Usually absive relationships go both ways, but normally because the Male is the offender, and the woman will act out when she can. get her digs in when she has the oppertunity, so to say, and then it's wrong and dirty and then he goes right back. it is a nasty cycle and one that is hard to break.

Typically things start slow and small and progress. it's all very sad. Unless you've been in that situation you'll never know how/why it ends up going the way it does....
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  #15  
February 14th, 2012, 02:00 PM
Lash's Avatar Platinum Supermommy
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Normally the male is the offender? Clearly you didn't read anything I posted.
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  #16  
February 14th, 2012, 02:06 PM
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I disagree that alcohol and drugs wouldn't turn an otherwise calm person into an abusive one. I've seen people act TOTALLY different under the influence of drugs and alcohol.
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  #17  
February 14th, 2012, 08:40 PM
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Quote:
Originally Posted by *Jillian* View Post
I disagree that alcohol and drugs wouldn't turn an otherwise calm person into an abusive one. I've seen people act TOTALLY different under the influence of drugs and alcohol.
Totally agree.

I watched my family member go through a long battle of drug and alcohol abuse. He was a non-violent person unless he was under the influence. The change between being sober and being under the influence was complete night and day. He was also verbally violent/abusive when coming down from the drugs.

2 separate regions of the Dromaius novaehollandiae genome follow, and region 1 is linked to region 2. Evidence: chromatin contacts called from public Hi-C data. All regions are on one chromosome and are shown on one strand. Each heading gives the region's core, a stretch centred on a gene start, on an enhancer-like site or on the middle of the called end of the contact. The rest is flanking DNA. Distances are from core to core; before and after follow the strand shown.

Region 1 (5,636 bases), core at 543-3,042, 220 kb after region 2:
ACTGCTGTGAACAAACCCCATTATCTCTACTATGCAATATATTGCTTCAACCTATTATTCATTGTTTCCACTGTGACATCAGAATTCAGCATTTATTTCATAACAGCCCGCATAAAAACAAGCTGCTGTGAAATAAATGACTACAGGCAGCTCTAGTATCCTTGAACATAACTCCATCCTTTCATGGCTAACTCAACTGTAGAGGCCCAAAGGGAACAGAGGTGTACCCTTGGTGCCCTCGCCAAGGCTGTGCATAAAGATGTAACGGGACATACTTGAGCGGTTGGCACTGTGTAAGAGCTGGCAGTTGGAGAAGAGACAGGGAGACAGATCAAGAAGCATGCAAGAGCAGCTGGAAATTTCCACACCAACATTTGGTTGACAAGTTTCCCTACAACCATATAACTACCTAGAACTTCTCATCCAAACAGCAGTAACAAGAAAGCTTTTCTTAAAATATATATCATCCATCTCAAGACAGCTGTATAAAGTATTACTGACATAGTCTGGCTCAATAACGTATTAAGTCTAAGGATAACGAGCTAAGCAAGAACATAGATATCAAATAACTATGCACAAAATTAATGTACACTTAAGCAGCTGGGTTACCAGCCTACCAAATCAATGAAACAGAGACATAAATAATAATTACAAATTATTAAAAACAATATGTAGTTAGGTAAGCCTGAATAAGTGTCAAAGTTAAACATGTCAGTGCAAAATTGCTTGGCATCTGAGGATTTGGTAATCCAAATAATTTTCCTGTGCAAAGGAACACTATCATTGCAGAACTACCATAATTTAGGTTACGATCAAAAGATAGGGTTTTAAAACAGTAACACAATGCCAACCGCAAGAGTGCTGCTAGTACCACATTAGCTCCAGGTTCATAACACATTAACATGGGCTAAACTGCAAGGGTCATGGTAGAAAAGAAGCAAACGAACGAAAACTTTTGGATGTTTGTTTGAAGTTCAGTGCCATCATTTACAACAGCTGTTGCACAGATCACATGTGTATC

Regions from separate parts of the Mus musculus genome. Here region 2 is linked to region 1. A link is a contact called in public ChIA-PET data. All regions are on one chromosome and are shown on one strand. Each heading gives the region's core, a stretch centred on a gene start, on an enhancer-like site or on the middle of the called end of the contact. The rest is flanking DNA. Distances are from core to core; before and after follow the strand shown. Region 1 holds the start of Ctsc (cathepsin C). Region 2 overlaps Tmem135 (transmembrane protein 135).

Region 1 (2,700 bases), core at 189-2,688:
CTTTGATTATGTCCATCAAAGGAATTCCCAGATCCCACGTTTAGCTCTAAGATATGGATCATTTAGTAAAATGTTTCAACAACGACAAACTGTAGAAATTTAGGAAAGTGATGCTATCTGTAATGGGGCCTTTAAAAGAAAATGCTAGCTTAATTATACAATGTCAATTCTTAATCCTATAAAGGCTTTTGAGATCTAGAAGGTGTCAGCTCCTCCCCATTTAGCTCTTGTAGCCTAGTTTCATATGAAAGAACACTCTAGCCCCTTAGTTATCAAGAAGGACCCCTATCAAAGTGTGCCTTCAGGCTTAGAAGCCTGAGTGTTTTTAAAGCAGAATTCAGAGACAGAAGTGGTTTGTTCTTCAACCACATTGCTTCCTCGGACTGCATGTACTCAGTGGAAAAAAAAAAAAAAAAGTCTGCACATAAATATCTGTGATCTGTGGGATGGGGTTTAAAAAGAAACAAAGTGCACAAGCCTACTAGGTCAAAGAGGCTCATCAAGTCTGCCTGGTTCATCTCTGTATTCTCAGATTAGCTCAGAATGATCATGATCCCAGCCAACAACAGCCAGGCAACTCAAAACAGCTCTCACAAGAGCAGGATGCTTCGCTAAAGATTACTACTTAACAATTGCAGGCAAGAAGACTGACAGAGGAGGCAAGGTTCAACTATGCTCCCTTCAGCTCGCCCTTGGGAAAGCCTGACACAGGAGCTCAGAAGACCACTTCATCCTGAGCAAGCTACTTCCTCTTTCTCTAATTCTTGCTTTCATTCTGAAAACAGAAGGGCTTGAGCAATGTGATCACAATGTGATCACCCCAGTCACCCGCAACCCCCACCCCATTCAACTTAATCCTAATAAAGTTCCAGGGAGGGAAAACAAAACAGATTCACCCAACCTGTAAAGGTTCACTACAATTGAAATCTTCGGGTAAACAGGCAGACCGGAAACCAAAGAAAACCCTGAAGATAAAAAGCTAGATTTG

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  #18  
February 15th, 2012, 07:46 AM
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Quote:
Originally Posted by Lash View Post

Anyways people seemed to be much harsher towards males that perpetrate violence and more lenient towards female offenders. Do you think between Chris Brown and Rihanna that it was a 2-sided violent relationship? Does that change anything for you if they were BOTH abusive? Change anything as in, they both need to be held accountable.


So the question now is less about needing to merely rehabilitate Chris Brown, and more about, did we miss her side of this cycle too? Her video about love in a hopeless place is a 2nd of hers that shows her being just as abusive as him. We didn't order her to complete rehabilitation. We only ordered him to do so.

The old debate:
http://www.justmommies.com/forums/f4...y-you-lie.html (Love the way you lie)
I don't really have an opinion on Chris Brown and Rihanna as I never looked into the details but I do find the bolded very interesting and agree that there is a double standard. Found this.
Fathers and Mothers: Teach your Children Well, Including your Sons | Shrink4Men
Quote:
Obviously, there is a glaring double standard in our society regarding violence against women and violence against men. Dr Phil believes it’s abuse when a man hits a woman and that it’s a “relationship issue” when a woman hits a man. TV networks run “funny” ads in which men are kicked in the groin repeatedly and wives are portrayed as all-knowing sages who keep their imbecile husbands in check. Women who assault their male partners because they suspect infidelity, like Tiger Woods and Elin Nordegren, are lauded as heroes and publicly supported with statements such as, “He had it coming!” and “You go, girl!” Imagine the public outcry if the genders were reversed in these scenarios.
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  #19  
February 15th, 2012, 08:03 PM
SusieQ2's Avatar Jersey Girl
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The police report from that night. He deserved jail time.

Several other stars were not supportive having Chris Brown perform at the Grammy's. Many of them posted on Twitter. This was his response.

Quote:
A defiant Brown responded to the criticism on Tuesday, tweeting, "HATE ALL U WANT BECUZ I GOT A GRAMMY Now! That's the ultimate F--- OFF!" Brown later tweeted, "IM BACK SO WATCH MY baCK as I walk away from all this negativity." Both tweets have been deleted.
Brown responds to Grammy criticism on Twitter - MSN Music News

Yeah, I'm going with not rehabilitated. He's a douche bag who likes to beat on women.